Such an agreement between US and Iran may appear to be beyond the realm of diplomatic feasibility for most people. Not so if one recalls the U-turn taken by US and China in 1971, and the secret deals US conducted with Iran in violation of its own laws during the Iran-Contra affair during the Reagan administration. Some of the present prominent neo-conservatives, such as Donald Rumsfeld and Paul Wolfowitz, had taken part in that affair. Though the Iranians were suspected to aid the Hezbollah in Lebanon who were holding Americans as hostages and the US was tacitly supporting Saddam Hussein in his war with Iran, the US had no compunctions about selling arms to Iran to get hostages released and to make a deal that part of arms sales proceeds should finance arms supplies to the Nicaraguan Contras.

Iran has gained a lot more international respectability in the last two decades. It has shown its interest in supporting Ayatollah Ali Sistani’s moderate stand. Therefore, there is scope for a major diplomatic role for India to play in bringing about US-Iranian rapprochement which will contribute to stabilisation of Iraq and for troops from India and Bangladesh to play a peace-keeping and peace enforcement role in Iraq.

The US accepted Pakistan as a frontline state in the war on terrorism against Taliban and Al-Qaida in Afghanistan, although Washington was aware for years that Islamabad had extended various kinds of aid to the Taliban and Al-Qaida. US has always taken a pragmatic stand in such issues. The US is aware, thanks partly to the report of the senate committee headed by democratic presidential contender John Kerry in 1992, on the affairs of Pakistan’s Bank of Credit and Commerce International, that Pakistan had been indulging in nuclear proliferation vis-a-vis Iran as far back as 1987. The way in which Pakistan as a proliferator has been dealt with kid gloves by Washington must have its impact on Tehran.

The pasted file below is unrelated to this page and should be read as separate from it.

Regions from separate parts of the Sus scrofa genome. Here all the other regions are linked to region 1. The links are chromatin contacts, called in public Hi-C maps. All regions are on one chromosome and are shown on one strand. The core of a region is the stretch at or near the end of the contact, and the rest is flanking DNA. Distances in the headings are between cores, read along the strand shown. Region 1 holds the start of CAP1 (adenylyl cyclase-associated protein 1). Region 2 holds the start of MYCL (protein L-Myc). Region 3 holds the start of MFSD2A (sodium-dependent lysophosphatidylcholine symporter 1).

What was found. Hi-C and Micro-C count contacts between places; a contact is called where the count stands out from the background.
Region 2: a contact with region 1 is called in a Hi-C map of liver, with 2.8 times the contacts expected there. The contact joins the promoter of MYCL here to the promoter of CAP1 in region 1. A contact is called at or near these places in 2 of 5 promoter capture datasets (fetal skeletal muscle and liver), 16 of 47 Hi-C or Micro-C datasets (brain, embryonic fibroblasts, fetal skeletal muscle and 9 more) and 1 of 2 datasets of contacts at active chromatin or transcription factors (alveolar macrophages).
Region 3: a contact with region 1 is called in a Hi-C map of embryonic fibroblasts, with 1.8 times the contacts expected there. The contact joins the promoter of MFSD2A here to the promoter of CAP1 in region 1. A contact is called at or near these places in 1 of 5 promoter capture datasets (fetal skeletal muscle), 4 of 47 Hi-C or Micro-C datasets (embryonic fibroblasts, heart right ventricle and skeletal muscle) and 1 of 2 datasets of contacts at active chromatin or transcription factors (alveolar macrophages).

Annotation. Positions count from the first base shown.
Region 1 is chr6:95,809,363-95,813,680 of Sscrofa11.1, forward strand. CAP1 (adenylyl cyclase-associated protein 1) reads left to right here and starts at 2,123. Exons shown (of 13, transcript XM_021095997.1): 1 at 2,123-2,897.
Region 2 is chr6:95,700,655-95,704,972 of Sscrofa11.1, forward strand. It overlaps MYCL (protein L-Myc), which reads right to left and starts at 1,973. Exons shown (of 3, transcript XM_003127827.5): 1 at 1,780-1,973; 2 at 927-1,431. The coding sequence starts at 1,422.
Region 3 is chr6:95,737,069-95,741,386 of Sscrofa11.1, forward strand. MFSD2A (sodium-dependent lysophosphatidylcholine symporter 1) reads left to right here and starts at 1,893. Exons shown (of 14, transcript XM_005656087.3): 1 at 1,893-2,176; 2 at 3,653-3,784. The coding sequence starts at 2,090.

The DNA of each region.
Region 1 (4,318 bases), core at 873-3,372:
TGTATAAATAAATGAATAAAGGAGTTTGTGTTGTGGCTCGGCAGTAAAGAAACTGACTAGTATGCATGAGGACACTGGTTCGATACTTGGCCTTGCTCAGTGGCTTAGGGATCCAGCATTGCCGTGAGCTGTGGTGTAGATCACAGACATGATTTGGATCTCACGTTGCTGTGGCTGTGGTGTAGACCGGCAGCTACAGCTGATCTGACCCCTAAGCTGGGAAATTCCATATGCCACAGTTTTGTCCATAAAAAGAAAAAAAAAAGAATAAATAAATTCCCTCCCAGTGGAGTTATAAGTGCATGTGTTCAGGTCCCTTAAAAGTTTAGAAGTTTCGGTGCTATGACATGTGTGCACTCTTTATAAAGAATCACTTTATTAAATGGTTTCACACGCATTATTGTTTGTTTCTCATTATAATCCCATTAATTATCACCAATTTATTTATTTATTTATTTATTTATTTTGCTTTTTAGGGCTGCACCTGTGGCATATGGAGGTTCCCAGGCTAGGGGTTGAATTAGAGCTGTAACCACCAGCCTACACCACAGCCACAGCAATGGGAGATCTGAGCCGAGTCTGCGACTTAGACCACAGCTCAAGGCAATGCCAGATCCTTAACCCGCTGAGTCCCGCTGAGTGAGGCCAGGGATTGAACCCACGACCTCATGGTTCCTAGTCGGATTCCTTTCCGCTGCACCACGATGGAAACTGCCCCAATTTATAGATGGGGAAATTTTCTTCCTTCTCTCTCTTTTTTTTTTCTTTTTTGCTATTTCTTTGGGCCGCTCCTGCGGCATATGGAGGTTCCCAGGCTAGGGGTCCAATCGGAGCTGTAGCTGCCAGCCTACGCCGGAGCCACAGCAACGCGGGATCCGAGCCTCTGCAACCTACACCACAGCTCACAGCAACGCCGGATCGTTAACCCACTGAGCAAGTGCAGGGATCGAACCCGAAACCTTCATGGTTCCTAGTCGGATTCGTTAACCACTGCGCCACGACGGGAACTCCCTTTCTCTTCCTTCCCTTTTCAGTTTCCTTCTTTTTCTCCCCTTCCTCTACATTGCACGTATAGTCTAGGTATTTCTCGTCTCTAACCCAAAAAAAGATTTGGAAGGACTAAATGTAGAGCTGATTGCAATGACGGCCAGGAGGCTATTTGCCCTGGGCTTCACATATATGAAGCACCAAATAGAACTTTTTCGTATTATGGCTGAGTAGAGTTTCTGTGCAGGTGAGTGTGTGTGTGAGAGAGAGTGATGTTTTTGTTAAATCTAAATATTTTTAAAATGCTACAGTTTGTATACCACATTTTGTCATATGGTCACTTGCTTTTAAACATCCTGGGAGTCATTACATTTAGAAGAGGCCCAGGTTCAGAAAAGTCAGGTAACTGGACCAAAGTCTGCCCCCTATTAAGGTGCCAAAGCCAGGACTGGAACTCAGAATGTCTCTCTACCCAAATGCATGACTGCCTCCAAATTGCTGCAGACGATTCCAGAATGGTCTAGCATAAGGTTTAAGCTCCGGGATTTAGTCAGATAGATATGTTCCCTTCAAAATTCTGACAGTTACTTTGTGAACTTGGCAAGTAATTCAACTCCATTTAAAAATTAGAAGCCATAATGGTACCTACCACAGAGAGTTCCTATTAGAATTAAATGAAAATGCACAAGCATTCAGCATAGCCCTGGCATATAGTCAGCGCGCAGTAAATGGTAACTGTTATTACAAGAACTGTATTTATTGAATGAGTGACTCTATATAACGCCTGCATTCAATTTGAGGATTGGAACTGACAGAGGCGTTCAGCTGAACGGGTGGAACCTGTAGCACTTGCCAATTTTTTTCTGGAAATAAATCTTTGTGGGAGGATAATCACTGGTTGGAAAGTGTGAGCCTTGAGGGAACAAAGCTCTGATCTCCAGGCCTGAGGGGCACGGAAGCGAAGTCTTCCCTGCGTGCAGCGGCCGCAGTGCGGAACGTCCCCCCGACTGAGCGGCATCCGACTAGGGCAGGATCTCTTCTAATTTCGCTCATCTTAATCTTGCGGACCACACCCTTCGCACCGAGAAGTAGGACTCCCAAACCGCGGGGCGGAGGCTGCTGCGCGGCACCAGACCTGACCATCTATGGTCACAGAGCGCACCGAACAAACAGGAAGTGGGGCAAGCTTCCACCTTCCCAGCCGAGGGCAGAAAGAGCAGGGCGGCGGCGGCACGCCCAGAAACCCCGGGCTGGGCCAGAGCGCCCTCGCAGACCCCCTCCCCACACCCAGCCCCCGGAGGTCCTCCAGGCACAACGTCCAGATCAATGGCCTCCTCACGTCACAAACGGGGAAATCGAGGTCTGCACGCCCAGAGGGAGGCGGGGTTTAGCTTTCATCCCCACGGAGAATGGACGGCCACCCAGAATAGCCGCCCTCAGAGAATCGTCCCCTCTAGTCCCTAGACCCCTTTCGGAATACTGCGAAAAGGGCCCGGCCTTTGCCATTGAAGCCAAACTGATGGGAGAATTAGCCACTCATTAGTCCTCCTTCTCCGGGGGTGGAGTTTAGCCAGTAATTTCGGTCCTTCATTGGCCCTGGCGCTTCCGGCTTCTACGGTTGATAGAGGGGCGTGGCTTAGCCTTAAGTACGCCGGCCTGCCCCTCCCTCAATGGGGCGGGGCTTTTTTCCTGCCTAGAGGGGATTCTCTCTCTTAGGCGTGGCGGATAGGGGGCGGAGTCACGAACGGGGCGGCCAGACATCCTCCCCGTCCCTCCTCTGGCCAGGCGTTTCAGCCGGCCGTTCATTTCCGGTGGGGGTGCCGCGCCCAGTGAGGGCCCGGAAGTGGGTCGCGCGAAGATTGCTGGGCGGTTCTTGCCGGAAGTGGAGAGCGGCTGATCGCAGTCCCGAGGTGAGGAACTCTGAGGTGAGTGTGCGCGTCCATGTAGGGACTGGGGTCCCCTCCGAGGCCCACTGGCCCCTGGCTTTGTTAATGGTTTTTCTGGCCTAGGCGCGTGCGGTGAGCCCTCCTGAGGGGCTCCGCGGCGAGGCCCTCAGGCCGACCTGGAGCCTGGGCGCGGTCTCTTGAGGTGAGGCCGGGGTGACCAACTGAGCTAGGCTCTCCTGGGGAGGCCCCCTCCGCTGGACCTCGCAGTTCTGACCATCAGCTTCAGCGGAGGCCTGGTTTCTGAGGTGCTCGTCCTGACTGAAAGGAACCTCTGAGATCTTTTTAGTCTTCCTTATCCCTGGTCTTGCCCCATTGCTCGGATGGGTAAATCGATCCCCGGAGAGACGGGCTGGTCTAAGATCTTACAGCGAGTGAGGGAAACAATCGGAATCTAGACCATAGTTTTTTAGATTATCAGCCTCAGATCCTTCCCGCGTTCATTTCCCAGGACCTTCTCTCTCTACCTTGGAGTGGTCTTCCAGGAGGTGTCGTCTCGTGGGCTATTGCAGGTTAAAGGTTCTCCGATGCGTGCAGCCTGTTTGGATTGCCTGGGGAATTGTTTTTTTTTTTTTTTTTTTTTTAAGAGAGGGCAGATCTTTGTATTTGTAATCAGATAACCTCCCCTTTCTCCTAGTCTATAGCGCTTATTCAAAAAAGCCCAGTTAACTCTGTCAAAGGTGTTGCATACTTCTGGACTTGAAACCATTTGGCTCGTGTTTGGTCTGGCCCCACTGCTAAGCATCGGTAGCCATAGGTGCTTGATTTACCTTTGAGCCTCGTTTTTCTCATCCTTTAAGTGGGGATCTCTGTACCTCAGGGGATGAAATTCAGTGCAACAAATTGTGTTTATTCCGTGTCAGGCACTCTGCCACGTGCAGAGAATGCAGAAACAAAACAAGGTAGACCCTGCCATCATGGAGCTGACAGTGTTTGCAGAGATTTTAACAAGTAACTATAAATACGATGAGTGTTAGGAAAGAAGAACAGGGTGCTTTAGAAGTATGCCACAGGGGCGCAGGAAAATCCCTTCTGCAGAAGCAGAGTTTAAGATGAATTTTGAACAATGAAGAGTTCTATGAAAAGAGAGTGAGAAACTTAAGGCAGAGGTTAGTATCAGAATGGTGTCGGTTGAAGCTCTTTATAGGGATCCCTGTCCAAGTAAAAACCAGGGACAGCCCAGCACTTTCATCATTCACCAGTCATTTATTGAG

Russia, Germany and France — besides India — have an interest in invoking Iranian interest in stabilising Iraq and the entire West Asia. The India of today is different from what it was in the era of bipolarity, when economically, politically, technologically, India was weaker. Now India aspires for a permanent seat in the Security Council and there is an expectation that India may be invited to join G-10, to be expanded from G-8. India, after becoming a nuclear and missile power, is no longer a deriver of security from the international system but a provider of international security. Therefore, the Indian approach to Iraq has to be proactive and not reactive.

The Indian approach has to be on the basis of what is good for our national interest and not on ideology. People tend to forget that as far back as December 1947, Jawaharlal Nehru — speaking in the Constituent Assembly — said, “We are not going to join a war if we can help it and we are going to join the side which is to our interest when the time comes to make the choice.”

Iraq is not likely to go away nor can we afford to ignore it because the US blundered into it unilaterally. It needs to be kept in constant review and we have to use our best diplomatic skills to move towards stabilisation of the entire region. The Americans, too, need to be kept engaged. We cannot afford to ignore the sole superpower especially when it commits blunders in our neighbourhood."